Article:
5. Since the handy-dandy author’s idea book was mentioned, I was a little curious: does anyone else occasionally find ideas that, upon reviewing, you wonder what possessed you to write them down in the first place? Not because they are weird, or potentially incriminating, but because they are so mundane that you have no clue what got you interested in them in the first place?

    Anywho, existential crises aside, great podcast, and I eagerly await future month’s Q&A’s!

  6. @J T
    Not only do I do that, but I also write down exciting new takes on existing ideas that on reflection aren’t really that different than the original idea.
    Both of these usually come down to my not having expressed well enough on paper what I had in my head at the time, then forgetting later what was actually exciting about it.

  7. @J T For clarity, by “exciting new takes on existing ideas” I mean my own pre-existing ideas.

    And I usually write down a few sentences with words that, at the time, evoke the excitement I have for the idea [I try to get them down quickly as I have a horrible memory], then they lose their meaning by the time I come back to them and lay there like dead fish. If I spend a little more time on them, I usually cement the exciting spark into place. It works for me to be a overly clear about the idea as possible, even if I am restating the same thing from slightly different angles; I have looked back at old ideas and the second or third way I put something will have much more resonance than the first way I stated it. Sometimes the excitement of an idea has more dimensions to it than you think and you should try to capture them all rather than writing down just the surface one that evokes excitement at the time.

  8. @Howard
    Is it possible to make it so we can edit what we have posted? That way we can correct mistakes or expand on thoughts without making a new comment every time.

  9. @Derth,

    For learning to describe a setting I’ve never experienced, I usually rely on Google maps and street view to start out; once I’ve found a specific area where I want to set a scene or which I want to mimic in a secondary world, I do searches on that specific place and look for anything I can find on it, from wikipedia pages to blog posts to forum conversations. If I can’t find the specifics I’m looking for, then I just make them up and assume that if they’re not significant enough to have made it to the searchable portions of the internet, then I won’t be bothering too many people if I get it wrong.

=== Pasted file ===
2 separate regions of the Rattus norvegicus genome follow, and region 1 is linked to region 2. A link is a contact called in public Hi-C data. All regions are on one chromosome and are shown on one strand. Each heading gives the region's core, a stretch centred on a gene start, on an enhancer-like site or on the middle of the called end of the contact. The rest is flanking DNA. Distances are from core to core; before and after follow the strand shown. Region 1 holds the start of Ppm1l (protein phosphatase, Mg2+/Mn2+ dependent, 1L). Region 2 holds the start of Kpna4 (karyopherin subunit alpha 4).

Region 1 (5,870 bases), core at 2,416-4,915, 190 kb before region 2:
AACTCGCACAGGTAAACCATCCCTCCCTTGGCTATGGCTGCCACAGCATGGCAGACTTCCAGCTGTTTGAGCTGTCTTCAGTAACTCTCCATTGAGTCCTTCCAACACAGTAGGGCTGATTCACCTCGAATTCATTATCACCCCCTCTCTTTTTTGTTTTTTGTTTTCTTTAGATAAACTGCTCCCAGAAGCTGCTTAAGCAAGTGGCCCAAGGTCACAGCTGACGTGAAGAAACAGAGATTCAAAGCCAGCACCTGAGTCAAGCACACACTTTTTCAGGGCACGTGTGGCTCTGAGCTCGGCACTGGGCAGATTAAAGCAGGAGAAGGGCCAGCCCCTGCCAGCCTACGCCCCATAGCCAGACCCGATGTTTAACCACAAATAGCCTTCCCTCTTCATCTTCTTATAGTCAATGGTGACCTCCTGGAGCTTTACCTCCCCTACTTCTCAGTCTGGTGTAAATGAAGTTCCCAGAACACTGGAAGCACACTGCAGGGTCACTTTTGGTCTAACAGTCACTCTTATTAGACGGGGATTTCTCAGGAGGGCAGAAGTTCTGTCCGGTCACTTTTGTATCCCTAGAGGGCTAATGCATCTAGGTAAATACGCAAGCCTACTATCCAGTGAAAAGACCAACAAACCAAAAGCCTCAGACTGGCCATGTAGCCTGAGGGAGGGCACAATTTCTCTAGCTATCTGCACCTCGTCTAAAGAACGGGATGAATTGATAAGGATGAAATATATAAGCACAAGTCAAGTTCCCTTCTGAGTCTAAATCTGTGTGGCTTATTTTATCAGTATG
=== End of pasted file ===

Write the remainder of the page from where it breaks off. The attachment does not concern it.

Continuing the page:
For cities, I’d say you need to know the history of the city in order to determine what it will look like. I like to use Moscow and Saint Petersburg as examples for this. Moscow grew up from a small village into a huge city, with more and more people moving in en masse and building wherever there was space. Consequently, the city is a messy hodgepodge of random, often narrow streets and buildings. It’s chaotic and unpredictable. Saint Petersburg, on the other hand, was deliberately planned out and constructed under the orders of Czar Peter the Great. The original portions of the city are very orderly and scenic, with wide avenues and planned views. And the government continued to oversee new construction over the years, so even the newer, outer portions of the city tend to be more orderly and roomy than most areas of Moscow.

    Most cities will fall somewhere on a spectrum between those two extremes. Portions of the city might be planned out, while others will just grow chaotically. A less-than-considerate lord or government might clear out portions of the city to rebuild the city center or a palace district in the manner they want, or a massive fire could give the city rulers a chance to rebuild a once-chaotic city in a more orderly manner. A planned city might be surrounded by chaotic, unsupervised suburbs or slums (like Cairhien in the Wheel of Time).

    As for what buildings should be around and where they should be placed, you’ve got a lot of leeway there. Most cities simply expand wherever there is space, and people aren’t always as logical about where they build as you might think. Lots of buildings have collapsed because they were built on bad slopes and lots of businesses have gone out of business because they didn’t have a good location.